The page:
Help! I’m a Dysregulated Parent!

There were a lot of things I wasn’t prepared for when I became a parent. Perhaps one of the most surprising was my own level of emotional dysregulation. When I became a parent I had already been a therapist for several years. I had an abundance of coping skills at my disposal. I cognitively knew a lot of the things you are “supposed to know” before becoming a parent and yet I found myself surprised and unprepared for how angry, sad, and frustrated I could feel sometimes at a moment’s notice.

If you’re like me, you might feel surprised and somewhat discouraged with your own level of dysregulation that can come with parenting. Here are 8 tips to manage, heal and regulate parenting emotional dysregulation. 


  1. Check for vulnerabilities: Have you evaluated your physical vulnerabilities? Are you tired? When did you eat last? Have you taken your prescribed medication? Have you moved your body? If some of these physical needs are not met, it is a biological fact that you will have less emotional energy available for things like self-regulation. Prioritizing our physical needs as parents can be a game-changer for increasing emotional regulation.
  2. Check your expectations: Are your expectations for yourself realistic, appropriate, and based in your value system? Are you comparing your home, life, behavior, kids, etc to someone else? What about your kids? Are your expectations for them developmentally appropriate? Age appropriate? What are their vulnerabilities? Setting our expectations to a realistic standard can help reduce the feeling of failure that can greatly impact our mood.
  3. Check your level of responsibility: One of the biggest learning curves for me in parenting has been managing my own emotions that come from witnessing my kids’ emotions. I think it’s reasonable that my emotions will be impacted by my kids’ emotions, however taking full responsibility for my kids’ emotions isn’t healthy or sustainable. One of the biggest shifts I’ve made in my parenting is working on not taking responsibility for fixing my kids’ emotions. It’s not my job to protect my kids from their uncomfortable emotions. It’s my job to give support and empathy to my kids while they are having difficult emotions. When we can shift our responsibility from emotional protection to emotional support, it can greatly impact our mood.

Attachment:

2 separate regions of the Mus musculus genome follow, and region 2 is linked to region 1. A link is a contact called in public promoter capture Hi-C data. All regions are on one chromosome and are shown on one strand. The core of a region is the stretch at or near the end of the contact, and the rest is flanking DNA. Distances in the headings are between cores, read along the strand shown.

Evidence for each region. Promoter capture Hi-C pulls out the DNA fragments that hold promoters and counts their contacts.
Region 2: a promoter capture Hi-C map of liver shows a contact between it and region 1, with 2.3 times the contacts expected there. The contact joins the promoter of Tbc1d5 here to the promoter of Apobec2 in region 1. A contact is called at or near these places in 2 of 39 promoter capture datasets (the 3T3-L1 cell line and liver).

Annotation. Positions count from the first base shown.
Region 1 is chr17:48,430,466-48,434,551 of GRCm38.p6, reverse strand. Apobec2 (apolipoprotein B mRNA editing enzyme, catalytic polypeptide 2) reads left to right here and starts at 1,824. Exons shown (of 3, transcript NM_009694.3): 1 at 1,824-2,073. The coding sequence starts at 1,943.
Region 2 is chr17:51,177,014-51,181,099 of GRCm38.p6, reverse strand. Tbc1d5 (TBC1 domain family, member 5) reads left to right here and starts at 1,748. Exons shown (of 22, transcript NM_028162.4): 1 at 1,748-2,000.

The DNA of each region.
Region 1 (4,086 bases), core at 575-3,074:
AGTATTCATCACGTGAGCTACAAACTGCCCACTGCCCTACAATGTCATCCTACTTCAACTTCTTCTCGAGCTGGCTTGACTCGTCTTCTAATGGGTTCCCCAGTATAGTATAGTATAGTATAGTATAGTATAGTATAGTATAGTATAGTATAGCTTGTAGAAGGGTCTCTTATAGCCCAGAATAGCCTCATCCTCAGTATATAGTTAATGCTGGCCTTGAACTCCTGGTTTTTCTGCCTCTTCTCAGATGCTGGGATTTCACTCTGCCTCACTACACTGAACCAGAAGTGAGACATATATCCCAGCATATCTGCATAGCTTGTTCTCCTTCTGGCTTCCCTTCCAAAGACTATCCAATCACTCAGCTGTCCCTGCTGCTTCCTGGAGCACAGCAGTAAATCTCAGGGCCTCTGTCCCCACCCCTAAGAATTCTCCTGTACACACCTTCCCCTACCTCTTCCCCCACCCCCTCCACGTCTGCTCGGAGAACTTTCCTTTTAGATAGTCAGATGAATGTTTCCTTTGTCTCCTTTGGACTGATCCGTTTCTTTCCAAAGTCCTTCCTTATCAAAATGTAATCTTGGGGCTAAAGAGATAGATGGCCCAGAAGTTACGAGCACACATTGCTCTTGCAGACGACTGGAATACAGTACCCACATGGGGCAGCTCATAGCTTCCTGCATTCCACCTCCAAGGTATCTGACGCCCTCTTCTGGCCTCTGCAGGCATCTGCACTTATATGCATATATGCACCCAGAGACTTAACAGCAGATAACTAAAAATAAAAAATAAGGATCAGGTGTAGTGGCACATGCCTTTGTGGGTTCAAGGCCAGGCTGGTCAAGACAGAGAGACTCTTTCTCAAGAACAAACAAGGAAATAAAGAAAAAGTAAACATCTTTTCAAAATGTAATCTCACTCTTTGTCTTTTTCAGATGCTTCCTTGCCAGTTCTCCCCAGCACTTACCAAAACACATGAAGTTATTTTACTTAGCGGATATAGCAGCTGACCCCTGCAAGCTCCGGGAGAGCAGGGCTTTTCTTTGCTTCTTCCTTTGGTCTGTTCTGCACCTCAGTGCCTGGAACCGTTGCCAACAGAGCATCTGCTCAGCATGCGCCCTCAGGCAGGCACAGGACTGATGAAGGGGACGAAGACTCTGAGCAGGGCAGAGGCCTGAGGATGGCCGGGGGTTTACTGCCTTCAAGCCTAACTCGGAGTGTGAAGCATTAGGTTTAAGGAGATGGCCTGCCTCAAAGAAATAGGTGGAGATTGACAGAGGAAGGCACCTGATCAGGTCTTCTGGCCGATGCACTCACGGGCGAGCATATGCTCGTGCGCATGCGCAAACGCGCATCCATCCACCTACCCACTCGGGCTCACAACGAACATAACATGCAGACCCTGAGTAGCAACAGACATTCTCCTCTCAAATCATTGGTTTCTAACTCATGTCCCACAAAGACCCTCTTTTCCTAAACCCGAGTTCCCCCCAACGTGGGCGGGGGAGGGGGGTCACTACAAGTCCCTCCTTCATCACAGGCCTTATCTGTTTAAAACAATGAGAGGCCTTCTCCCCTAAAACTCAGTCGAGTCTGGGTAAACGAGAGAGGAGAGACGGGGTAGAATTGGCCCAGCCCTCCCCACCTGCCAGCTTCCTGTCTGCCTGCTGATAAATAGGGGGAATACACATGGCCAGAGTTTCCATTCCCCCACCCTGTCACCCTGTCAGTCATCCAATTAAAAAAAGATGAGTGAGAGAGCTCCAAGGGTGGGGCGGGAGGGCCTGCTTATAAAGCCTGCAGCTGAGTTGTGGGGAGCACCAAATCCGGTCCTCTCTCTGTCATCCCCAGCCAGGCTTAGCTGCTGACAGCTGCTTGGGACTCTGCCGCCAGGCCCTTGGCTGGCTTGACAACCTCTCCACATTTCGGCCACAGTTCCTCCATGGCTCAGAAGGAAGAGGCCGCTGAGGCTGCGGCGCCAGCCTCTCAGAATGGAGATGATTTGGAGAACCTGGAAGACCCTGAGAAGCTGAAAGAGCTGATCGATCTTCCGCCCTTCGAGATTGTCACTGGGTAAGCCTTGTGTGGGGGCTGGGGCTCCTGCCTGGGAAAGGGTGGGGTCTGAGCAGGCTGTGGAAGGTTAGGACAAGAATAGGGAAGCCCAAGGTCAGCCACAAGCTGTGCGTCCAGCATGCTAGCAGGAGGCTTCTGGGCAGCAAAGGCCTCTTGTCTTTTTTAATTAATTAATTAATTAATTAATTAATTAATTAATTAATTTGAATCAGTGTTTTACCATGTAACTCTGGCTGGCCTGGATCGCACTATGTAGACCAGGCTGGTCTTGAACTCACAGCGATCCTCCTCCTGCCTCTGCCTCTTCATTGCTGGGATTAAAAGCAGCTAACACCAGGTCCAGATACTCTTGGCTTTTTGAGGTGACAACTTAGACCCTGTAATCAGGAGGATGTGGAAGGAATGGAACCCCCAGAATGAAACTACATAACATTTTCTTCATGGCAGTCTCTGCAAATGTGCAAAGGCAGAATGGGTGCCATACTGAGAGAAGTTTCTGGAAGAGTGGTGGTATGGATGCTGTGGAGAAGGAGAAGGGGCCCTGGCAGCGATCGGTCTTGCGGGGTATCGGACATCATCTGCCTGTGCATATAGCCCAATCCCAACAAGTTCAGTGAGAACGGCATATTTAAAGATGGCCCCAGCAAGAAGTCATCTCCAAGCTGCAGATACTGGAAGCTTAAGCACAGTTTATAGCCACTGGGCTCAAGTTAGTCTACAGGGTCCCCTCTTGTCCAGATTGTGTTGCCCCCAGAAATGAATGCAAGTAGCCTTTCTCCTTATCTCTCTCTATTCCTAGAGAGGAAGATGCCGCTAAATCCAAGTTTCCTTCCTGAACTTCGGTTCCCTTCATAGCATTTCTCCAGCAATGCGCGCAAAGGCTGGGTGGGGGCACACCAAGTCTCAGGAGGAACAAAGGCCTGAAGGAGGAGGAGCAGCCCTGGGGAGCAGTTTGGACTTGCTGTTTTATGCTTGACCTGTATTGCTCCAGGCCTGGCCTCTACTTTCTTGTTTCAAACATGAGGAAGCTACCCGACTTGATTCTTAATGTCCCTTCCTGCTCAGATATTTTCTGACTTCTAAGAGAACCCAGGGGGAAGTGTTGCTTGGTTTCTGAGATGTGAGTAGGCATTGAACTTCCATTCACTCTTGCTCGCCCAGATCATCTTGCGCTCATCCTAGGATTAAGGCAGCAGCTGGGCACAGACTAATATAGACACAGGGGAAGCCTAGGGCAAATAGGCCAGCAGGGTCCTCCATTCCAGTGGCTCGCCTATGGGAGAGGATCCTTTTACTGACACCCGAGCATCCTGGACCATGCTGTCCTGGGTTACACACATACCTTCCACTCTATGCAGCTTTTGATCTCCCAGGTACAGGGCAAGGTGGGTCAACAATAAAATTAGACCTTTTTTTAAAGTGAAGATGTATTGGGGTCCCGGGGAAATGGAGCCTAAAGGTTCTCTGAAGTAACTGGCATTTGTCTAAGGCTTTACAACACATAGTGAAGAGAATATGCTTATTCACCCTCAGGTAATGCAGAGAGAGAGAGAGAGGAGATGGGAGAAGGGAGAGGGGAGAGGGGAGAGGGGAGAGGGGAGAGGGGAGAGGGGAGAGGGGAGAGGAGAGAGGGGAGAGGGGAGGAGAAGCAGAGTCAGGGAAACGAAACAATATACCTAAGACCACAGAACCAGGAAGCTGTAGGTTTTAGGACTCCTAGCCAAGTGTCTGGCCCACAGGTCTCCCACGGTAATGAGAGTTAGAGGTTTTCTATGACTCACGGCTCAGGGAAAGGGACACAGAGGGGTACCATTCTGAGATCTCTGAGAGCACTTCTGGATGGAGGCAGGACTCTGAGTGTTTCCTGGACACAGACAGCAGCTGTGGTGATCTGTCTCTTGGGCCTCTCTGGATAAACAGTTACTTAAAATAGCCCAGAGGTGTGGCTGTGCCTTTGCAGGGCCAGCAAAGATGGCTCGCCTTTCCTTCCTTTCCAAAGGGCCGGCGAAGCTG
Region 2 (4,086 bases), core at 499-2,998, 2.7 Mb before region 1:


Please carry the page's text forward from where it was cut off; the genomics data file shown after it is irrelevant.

4. Check for overstimulation/ sensory overload: My kids are loud. So loud. I had no idea how loud kids could be! Some days, the amount of emotional energy it takes for me to ride the waves of auditory stimulation I take in when I’m with my kids feels like it’s too much. The same can be said for feeling “touched out,” smells, movement, visual stimuli etc. This can add up very quickly and significantly impact our mood. Building my own awareness for what makes me feel overstimulated has been a game-changer. Get yourself a pair of earplugs, take as many breaks as you can away from the stimuli, switch out with your partner, take some deep breaths, anything you can to help reduce your level of sensory overload.
  5. Check your coping skills: Do you have some tools in your toolbox to use in these tough moments? Make a list of 5 things to try when you notice dysregulation. Have you tried progressive muscle relaxation? Deep breathing? Holding ice in your hands? Intense exercise? Do you have a mantra? Have you engaged in self-validation?
  6. Check on your inner child: Nothing triggers inner child wounds quite like parenting. If you find yourself triggered, reactive, or lost in memories, this could be an indication that there is work to be done around childhood wounds. Finding a therapist to walk through this healing journey with you could greatly reduce your level of distress.
  7. Check your supports: Do you have enough support? Do you have the right kind of support? Are you asking for help? Can you delegate to a partner? Friend? Family member? Community member? Where can you look outside of yourself to reduce your level of stress?
  8. Check with your care team: Sometimes we can do everything in our power to regulate our emotions and it still isn’t enough. If this is happening to you, make an appointment with your primary care provider. Maybe there is a medical reason for your dysregulation. Maybe there is a mental health reason. You don’t have to do this alone!


Blog by Sara Pogue, MSW, LICSW
Photo by Tatiana Syrikova via Pexels